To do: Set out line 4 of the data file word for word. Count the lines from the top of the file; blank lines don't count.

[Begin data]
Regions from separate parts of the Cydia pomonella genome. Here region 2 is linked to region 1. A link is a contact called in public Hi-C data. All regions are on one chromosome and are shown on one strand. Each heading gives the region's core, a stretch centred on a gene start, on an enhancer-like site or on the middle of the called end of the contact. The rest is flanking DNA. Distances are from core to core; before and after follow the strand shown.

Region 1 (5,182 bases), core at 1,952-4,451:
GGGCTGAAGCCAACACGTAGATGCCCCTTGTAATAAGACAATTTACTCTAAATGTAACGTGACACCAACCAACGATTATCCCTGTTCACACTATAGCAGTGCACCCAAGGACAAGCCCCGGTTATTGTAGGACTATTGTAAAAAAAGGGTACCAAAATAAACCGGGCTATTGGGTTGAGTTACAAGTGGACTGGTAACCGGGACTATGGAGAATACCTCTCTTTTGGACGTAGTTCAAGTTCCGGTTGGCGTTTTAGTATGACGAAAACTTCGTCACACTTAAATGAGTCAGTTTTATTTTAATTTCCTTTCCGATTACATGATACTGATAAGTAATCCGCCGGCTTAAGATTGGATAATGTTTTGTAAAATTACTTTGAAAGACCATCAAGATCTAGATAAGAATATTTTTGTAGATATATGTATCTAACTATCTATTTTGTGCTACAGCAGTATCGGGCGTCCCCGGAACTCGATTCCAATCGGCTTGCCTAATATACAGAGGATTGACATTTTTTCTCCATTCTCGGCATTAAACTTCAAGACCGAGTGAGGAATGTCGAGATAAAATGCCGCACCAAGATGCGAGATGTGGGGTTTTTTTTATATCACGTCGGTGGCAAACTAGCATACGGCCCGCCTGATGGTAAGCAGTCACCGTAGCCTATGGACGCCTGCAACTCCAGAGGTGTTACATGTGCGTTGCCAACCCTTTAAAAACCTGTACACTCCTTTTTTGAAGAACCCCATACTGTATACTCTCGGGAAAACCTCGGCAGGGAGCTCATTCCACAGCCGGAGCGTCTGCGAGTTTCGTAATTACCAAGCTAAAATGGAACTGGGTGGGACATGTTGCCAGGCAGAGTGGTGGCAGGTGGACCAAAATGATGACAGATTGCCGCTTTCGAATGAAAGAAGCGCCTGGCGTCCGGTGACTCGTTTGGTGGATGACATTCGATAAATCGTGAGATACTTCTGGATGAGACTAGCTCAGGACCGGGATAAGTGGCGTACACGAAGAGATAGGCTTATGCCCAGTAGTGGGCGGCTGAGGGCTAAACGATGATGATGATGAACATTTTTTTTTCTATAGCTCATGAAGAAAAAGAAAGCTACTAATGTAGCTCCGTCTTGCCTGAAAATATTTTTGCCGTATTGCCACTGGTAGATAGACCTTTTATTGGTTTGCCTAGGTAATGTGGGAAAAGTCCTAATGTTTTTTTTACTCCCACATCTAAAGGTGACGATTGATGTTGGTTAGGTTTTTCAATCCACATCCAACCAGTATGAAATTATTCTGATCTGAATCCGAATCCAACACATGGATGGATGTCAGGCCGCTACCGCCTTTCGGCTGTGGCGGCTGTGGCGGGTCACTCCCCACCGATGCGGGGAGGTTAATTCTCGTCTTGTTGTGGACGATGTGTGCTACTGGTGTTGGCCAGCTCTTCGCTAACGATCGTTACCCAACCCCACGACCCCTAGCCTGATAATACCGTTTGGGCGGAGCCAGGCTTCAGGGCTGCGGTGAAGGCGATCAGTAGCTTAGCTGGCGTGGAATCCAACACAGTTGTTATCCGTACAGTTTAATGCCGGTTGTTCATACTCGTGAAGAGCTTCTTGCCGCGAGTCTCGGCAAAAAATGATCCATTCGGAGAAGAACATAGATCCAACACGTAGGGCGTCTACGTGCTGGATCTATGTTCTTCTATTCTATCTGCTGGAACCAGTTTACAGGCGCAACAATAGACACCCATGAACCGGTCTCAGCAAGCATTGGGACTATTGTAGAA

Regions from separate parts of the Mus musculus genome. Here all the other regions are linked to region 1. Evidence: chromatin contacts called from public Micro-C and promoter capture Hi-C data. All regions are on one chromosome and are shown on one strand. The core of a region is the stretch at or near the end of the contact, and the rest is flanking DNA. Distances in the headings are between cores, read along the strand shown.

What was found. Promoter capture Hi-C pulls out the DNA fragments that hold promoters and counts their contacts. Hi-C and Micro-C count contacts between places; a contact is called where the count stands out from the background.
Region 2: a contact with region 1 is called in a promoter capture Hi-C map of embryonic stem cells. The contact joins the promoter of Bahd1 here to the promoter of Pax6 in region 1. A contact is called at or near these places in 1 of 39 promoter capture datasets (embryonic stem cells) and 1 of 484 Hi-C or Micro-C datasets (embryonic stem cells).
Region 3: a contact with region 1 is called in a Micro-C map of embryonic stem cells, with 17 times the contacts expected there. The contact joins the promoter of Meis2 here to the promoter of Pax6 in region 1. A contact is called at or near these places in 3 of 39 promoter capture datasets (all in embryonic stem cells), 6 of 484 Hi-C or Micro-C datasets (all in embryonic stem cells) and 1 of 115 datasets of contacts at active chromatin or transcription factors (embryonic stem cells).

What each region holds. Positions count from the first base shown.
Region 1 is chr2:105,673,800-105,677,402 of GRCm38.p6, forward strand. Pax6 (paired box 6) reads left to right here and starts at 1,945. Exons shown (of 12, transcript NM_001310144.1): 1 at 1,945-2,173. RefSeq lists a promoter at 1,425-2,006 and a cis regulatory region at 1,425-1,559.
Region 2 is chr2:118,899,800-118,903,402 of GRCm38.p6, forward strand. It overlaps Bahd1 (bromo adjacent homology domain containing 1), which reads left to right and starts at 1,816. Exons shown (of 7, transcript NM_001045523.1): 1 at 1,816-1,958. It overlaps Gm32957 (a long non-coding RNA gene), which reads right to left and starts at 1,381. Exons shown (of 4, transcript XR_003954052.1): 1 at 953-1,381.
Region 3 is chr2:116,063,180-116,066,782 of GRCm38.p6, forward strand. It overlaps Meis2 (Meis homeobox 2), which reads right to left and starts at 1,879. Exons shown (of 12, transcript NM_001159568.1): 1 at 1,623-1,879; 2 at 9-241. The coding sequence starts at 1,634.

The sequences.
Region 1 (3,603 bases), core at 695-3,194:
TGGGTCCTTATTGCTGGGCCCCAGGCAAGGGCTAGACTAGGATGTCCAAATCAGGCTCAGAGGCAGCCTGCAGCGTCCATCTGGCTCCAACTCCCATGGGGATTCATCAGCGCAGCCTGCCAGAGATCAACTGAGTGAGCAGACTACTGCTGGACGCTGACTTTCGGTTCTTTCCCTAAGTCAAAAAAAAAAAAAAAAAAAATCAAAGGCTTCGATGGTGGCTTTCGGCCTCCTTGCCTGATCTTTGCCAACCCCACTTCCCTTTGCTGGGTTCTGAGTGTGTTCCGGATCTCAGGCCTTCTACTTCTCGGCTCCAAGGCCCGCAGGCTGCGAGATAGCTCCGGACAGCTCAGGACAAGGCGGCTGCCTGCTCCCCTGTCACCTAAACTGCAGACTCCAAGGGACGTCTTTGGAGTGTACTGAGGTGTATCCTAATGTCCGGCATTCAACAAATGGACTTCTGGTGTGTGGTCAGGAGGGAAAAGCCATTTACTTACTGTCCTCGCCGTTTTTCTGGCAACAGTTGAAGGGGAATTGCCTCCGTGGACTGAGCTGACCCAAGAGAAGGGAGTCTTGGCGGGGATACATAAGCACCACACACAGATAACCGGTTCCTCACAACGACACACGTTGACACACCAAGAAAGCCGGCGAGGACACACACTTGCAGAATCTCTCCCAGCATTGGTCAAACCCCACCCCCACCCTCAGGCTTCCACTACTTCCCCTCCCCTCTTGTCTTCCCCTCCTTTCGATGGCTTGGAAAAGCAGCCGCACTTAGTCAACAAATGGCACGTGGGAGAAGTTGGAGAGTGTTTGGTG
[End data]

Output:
Regions from separate parts of the Mus musculus genome. Here all the other regions are linked to region 1. Evidence: chromatin contacts called from public Micro-C and promoter capture Hi-C data. All regions are on one chromosome and are shown on one strand. The core of a region is the stretch at or near the end of the contact, and the rest is flanking DNA. Distances in the headings are between cores, read along the strand shown.